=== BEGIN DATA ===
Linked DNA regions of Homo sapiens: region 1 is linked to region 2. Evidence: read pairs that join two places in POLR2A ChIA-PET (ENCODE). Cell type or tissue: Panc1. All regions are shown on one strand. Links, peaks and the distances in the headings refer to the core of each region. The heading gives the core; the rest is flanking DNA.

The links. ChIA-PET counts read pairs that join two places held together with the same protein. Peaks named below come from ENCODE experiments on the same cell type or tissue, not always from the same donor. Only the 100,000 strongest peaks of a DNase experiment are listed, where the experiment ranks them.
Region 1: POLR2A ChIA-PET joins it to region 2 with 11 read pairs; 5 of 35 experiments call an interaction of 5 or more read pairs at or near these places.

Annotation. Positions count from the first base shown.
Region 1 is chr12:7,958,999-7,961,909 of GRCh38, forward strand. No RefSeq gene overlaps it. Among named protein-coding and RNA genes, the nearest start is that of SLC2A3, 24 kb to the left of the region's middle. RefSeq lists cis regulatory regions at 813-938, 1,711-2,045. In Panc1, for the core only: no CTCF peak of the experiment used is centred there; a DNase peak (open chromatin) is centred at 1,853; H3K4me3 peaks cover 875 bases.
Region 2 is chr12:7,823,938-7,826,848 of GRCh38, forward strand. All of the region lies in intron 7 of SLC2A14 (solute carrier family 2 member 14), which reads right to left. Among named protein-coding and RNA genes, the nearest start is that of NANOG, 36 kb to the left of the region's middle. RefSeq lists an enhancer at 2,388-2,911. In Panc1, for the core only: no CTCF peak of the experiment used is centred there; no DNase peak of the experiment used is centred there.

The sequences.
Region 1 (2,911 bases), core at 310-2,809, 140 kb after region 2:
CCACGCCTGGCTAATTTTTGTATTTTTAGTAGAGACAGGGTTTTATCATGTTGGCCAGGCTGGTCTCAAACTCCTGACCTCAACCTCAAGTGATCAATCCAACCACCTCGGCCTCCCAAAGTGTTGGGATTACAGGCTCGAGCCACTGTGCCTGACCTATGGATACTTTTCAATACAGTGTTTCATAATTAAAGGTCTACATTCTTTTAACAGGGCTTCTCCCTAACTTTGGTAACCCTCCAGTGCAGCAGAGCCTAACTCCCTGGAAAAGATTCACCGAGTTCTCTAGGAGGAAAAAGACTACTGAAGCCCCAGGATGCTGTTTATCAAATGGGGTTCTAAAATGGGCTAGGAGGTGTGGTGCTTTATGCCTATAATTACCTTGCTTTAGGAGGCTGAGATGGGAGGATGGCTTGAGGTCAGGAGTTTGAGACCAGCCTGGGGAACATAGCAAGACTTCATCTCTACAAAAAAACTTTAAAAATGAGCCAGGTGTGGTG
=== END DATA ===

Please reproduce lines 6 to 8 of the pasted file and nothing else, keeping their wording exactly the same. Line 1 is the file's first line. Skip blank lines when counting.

Region 2 is chr12:7,823,938-7,826,848 of GRCh38, forward strand. All of the region lies in intron 7 of SLC2A14 (solute carrier family 2 member 14), which reads right to left. Among named protein-coding and RNA genes, the nearest start is that of NANOG, 36 kb to the left of the region's middle. RefSeq lists an enhancer at 2,388-2,911. In Panc1, for the core only: no CTCF peak of the experiment used is centred there; no DNase peak of the experiment used is centred there.

The sequences.
Region 1 (2,911 bases), core at 310-2,809, 140 kb after region 2: